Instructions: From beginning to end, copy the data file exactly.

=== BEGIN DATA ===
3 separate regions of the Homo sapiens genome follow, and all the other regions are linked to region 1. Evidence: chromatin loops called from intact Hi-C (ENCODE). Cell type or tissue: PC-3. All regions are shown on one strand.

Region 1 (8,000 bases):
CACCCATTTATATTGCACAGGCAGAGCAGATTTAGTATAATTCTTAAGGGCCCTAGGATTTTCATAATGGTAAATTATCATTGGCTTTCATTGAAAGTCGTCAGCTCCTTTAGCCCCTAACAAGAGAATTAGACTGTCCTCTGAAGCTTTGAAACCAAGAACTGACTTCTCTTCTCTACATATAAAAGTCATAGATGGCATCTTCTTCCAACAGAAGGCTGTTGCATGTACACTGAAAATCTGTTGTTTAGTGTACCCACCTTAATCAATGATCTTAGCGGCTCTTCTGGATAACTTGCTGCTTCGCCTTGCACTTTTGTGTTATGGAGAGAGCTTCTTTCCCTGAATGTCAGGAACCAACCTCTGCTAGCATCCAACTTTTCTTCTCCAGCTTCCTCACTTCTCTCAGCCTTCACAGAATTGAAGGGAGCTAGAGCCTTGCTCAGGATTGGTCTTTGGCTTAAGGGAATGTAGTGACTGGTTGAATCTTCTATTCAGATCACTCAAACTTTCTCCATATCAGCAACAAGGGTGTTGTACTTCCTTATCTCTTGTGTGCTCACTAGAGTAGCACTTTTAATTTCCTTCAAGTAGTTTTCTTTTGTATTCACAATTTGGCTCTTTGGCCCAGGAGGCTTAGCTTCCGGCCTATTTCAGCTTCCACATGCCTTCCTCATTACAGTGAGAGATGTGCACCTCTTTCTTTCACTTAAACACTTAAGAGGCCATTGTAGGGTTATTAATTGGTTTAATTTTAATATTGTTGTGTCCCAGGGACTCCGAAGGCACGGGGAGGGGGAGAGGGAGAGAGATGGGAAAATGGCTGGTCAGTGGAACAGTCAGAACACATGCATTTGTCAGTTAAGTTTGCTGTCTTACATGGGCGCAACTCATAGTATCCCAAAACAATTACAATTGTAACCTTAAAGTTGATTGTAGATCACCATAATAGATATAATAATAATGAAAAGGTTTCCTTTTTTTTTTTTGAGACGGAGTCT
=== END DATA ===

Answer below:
3 separate regions of the Homo sapiens genome follow, and all the other regions are linked to region 1. Evidence: chromatin loops called from intact Hi-C (ENCODE). Cell type or tissue: PC-3. All regions are shown on one strand.

Region 1 (8,000 bases):
CACCCATTTATATTGCACAGGCAGAGCAGATTTAGTATAATTCTTAAGGGCCCTAGGATTTTCATAATGGTAAATTATCATTGGCTTTCATTGAAAGTCGTCAGCTCCTTTAGCCCCTAACAAGAGAATTAGACTGTCCTCTGAAGCTTTGAAACCAAGAACTGACTTCTCTTCTCTACATATAAAAGTCATAGATGGCATCTTCTTCCAACAGAAGGCTGTTGCATGTACACTGAAAATCTGTTGTTTAGTGTACCCACCTTAATCAATGATCTTAGCGGCTCTTCTGGATAACTTGCTGCTTCGCCTTGCACTTTTGTGTTATGGAGAGAGCTTCTTTCCCTGAATGTCAGGAACCAACCTCTGCTAGCATCCAACTTTTCTTCTCCAGCTTCCTCACTTCTCTCAGCCTTCACAGAATTGAAGGGAGCTAGAGCCTTGCTCAGGATTGGTCTTTGGCTTAAGGGAATGTAGTGACTGGTTGAATCTTCTATTCAGATCACTCAAACTTTCTCCATATCAGCAACAAGGGTGTTGTACTTCCTTATCTCTTGTGTGCTCACTAGAGTAGCACTTTTAATTTCCTTCAAGTAGTTTTCTTTTGTATTCACAATTTGGCTCTTTGGCCCAGGAGGCTTAGCTTCCGGCCTATTTCAGCTTCCACATGCCTTCCTCATTACAGTGAGAGATGTGCACCTCTTTCTTTCACTTAAACACTTAAGAGGCCATTGTAGGGTTATTAATTGGTTTAATTTTAATATTGTTGTGTCCCAGGGACTCCGAAGGCACGGGGAGGGGGAGAGGGAGAGAGATGGGAAAATGGCTGGTCAGTGGAACAGTCAGAACACATGCATTTGTCAGTTAAGTTTGCTGTCTTACATGGGCGCAACTCATAGTATCCCAAAACAATTACAATTGTAACCTTAAAGTTGATTGTAGATCACCATAATAGATATAATAATAATGAAAAGGTTTCCTTTTTTTTTTTTGAGACGGAGTCT